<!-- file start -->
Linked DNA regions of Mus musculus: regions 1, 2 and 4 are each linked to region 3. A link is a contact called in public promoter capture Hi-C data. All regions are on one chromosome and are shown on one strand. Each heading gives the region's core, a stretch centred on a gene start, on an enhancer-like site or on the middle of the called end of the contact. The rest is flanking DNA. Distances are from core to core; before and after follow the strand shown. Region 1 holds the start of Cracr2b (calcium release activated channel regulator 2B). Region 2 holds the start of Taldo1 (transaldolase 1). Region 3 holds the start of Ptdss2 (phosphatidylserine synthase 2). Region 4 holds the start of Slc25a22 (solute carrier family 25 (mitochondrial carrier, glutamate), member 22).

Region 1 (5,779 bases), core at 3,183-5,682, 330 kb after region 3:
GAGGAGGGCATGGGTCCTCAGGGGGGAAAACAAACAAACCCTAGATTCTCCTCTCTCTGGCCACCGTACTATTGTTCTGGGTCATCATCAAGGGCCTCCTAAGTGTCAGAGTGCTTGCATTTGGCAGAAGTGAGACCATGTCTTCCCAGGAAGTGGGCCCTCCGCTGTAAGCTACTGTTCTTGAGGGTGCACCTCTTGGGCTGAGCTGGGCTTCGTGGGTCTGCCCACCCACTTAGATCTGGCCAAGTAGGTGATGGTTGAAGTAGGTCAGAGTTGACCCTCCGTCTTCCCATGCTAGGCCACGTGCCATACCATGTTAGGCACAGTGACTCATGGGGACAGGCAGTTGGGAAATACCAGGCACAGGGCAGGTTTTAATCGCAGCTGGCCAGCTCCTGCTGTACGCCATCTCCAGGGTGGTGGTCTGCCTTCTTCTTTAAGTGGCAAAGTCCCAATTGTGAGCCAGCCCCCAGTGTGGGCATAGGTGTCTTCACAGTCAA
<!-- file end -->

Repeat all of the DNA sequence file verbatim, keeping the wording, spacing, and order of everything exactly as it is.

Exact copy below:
Linked DNA regions of Mus musculus: regions 1, 2 and 4 are each linked to region 3. A link is a contact called in public promoter capture Hi-C data. All regions are on one chromosome and are shown on one strand. Each heading gives the region's core, a stretch centred on a gene start, on an enhancer-like site or on the middle of the called end of the contact. The rest is flanking DNA. Distances are from core to core; before and after follow the strand shown. Region 1 holds the start of Cracr2b (calcium release activated channel regulator 2B). Region 2 holds the start of Taldo1 (transaldolase 1). Region 3 holds the start of Ptdss2 (phosphatidylserine synthase 2). Region 4 holds the start of Slc25a22 (solute carrier family 25 (mitochondrial carrier, glutamate), member 22).

Region 1 (5,779 bases), core at 3,183-5,682, 330 kb after region 3:
GAGGAGGGCATGGGTCCTCAGGGGGGAAAACAAACAAACCCTAGATTCTCCTCTCTCTGGCCACCGTACTATTGTTCTGGGTCATCATCAAGGGCCTCCTAAGTGTCAGAGTGCTTGCATTTGGCAGAAGTGAGACCATGTCTTCCCAGGAAGTGGGCCCTCCGCTGTAAGCTACTGTTCTTGAGGGTGCACCTCTTGGGCTGAGCTGGGCTTCGTGGGTCTGCCCACCCACTTAGATCTGGCCAAGTAGGTGATGGTTGAAGTAGGTCAGAGTTGACCCTCCGTCTTCCCATGCTAGGCCACGTGCCATACCATGTTAGGCACAGTGACTCATGGGGACAGGCAGTTGGGAAATACCAGGCACAGGGCAGGTTTTAATCGCAGCTGGCCAGCTCCTGCTGTACGCCATCTCCAGGGTGGTGGTCTGCCTTCTTCTTTAAGTGGCAAAGTCCCAATTGTGAGCCAGCCCCCAGTGTGGGCATAGGTGTCTTCACAGTCAA